Short-Term Outlook: Hey, the June Michigan race is coming up. It's the only race he's won in the last six years, and he has done it twice, including last year. Pocono never really has been his cup of tea, although he has three top-nine finishes there in his last four visits.

9. Brad Keselowski

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    Previous Rank: 5

    Why He's Here: The defending Sprint Cup champion would be higher both in points and Power Rankings if he could only keep his No. 2 Ford team from getting leveled by NASCAR penalties. The latest—six points lost for having the car being too low after a fifth-place finish at Dover—made it a total of 31 points lost to penalties for the season.

    Key 2013 Stats: The 31 points lost because of penalties are the difference between Keselowski being fourth in points and 10th, per NASCAR.com. Interestingly, even with the penalties he was one spot higher in the standings this year after 13 races than he was after the same number of races during his run to the championship last year, per racing-reference.info.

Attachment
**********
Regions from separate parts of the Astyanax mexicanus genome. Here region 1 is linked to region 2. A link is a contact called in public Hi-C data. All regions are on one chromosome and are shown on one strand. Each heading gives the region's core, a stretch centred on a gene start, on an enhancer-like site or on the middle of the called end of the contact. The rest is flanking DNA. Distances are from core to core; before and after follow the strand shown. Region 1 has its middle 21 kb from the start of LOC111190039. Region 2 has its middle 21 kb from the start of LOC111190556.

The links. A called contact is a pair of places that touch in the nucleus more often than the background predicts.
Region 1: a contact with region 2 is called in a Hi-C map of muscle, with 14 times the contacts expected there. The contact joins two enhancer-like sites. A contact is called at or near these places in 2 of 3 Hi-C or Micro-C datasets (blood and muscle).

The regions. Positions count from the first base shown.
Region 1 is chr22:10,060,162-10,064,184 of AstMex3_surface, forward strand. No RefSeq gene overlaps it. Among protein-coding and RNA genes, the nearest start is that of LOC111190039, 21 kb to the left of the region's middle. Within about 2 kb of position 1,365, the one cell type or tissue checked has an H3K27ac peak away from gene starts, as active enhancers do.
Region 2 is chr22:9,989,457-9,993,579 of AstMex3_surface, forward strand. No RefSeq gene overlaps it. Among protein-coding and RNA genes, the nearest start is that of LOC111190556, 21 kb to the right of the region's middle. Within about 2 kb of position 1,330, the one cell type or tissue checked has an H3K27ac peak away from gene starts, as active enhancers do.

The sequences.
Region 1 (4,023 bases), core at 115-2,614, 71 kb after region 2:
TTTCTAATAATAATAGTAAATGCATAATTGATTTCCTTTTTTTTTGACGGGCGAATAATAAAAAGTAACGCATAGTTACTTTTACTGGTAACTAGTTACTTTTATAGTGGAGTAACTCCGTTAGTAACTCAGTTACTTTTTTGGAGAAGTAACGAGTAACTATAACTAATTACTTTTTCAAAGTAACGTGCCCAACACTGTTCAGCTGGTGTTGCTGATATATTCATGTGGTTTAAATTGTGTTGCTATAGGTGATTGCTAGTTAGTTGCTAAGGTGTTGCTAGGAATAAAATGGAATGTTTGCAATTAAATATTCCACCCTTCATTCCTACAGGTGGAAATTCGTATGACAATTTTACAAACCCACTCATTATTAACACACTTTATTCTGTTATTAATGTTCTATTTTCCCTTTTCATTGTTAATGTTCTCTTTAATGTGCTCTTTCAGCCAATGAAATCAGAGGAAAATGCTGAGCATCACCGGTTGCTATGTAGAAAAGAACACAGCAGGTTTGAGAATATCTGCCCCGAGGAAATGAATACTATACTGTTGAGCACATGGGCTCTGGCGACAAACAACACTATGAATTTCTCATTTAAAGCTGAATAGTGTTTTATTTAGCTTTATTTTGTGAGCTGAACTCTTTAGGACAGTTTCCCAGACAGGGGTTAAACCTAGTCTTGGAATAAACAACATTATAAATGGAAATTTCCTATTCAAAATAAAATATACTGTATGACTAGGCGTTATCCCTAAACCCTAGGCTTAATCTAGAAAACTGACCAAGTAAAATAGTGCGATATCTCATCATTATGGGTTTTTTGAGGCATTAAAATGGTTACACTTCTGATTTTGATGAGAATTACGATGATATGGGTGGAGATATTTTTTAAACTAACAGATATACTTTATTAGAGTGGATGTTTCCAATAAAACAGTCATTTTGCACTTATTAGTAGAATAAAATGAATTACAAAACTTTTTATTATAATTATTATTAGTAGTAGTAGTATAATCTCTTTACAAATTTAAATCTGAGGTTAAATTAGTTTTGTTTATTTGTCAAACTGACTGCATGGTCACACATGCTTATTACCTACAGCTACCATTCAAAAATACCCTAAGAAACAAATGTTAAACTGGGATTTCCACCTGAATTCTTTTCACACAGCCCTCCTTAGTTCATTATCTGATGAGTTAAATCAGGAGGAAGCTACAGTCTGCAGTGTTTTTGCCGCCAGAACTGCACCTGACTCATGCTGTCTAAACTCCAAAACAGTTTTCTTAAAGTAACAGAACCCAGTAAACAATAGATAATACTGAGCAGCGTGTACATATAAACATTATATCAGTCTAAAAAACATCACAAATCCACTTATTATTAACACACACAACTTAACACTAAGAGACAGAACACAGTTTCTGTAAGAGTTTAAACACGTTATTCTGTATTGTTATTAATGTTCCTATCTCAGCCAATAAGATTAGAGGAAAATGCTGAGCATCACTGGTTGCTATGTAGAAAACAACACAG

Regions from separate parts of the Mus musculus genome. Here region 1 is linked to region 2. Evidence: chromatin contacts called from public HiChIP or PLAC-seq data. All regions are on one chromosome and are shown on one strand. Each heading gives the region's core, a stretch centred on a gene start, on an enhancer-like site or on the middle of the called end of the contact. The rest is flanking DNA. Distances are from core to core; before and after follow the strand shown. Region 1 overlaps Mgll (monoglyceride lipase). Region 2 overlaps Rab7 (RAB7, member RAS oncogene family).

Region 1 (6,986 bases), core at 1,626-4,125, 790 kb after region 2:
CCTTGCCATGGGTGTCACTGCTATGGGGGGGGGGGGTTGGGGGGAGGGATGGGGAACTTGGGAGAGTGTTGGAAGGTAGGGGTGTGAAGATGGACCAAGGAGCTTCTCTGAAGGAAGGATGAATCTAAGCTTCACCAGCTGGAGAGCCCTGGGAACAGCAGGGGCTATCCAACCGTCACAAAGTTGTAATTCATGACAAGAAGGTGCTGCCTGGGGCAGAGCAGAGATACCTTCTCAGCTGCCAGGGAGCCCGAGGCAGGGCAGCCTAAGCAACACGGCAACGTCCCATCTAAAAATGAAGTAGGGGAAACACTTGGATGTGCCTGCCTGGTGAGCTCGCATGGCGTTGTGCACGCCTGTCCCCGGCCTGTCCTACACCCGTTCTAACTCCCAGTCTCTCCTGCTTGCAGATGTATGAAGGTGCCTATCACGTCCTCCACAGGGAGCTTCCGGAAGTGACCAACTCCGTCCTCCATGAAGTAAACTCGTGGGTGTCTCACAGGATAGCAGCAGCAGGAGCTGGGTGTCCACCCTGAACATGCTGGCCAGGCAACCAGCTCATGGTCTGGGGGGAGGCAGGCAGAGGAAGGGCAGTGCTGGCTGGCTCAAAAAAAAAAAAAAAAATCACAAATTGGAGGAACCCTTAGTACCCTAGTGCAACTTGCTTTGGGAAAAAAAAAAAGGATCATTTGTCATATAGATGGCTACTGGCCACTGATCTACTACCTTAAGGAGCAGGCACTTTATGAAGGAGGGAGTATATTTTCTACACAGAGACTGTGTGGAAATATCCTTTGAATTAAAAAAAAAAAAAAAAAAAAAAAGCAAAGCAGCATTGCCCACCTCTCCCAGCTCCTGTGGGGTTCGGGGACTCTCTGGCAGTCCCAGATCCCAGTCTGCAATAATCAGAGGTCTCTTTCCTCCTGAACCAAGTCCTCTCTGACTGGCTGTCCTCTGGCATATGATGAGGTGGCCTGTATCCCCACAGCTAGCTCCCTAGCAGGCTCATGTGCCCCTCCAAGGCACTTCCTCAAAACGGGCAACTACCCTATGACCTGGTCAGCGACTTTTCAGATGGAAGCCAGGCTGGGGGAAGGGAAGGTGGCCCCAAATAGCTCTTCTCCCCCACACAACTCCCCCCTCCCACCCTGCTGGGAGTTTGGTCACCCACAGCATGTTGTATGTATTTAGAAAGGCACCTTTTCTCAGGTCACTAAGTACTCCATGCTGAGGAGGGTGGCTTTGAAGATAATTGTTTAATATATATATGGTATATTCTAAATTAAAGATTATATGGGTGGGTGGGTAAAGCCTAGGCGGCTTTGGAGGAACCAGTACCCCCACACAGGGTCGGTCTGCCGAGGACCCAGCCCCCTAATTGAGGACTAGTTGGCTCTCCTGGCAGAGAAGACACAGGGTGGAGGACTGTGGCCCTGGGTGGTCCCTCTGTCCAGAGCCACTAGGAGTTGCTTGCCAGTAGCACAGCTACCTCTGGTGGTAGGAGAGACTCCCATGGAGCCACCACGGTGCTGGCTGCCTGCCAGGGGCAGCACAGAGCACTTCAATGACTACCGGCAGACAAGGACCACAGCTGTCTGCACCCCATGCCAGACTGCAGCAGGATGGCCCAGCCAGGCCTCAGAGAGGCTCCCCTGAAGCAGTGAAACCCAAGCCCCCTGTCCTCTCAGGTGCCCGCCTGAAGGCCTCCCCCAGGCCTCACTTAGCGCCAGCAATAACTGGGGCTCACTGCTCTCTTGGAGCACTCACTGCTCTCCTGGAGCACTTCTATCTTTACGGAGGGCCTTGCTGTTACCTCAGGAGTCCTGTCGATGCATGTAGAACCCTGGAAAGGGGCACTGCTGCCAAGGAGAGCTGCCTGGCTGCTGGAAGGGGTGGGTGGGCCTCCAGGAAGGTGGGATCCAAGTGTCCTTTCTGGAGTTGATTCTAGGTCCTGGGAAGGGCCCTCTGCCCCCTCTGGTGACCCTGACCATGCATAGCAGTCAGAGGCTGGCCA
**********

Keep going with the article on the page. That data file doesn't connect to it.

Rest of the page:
Short-Term Outlook: He likes the unique triangular layout of Pocono, where he won while racing with a broken ankle in 2011. Oddly, he has struggled at Michigan, which he considers his home track. Maybe he tries too hard there to make it happen.

8. Denny Hamlin

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    Previous Rank: 10

    Why He's Here: In his first two full races after missing four total and most of a fifth because of a compression back fracture, he finished second at Darlington and fourth in NASCAR's longest race, the Coca-Cola 600 at Charlotte Motor Speedway. And despite a late-race wreck taking him out at Dover, he led 41 laps and looked like a contender much of the day.

    Key 2013 Stats: He's led in six of the eight races when he's been behind the wheel of the No. 11 Toyota full-time for a total of 203 laps, per racing-reference.info. His qualifying has also been rock solid. So, he and crew chief Darian Grubb clearly are getting top-notch speed in the car on a consistent basis.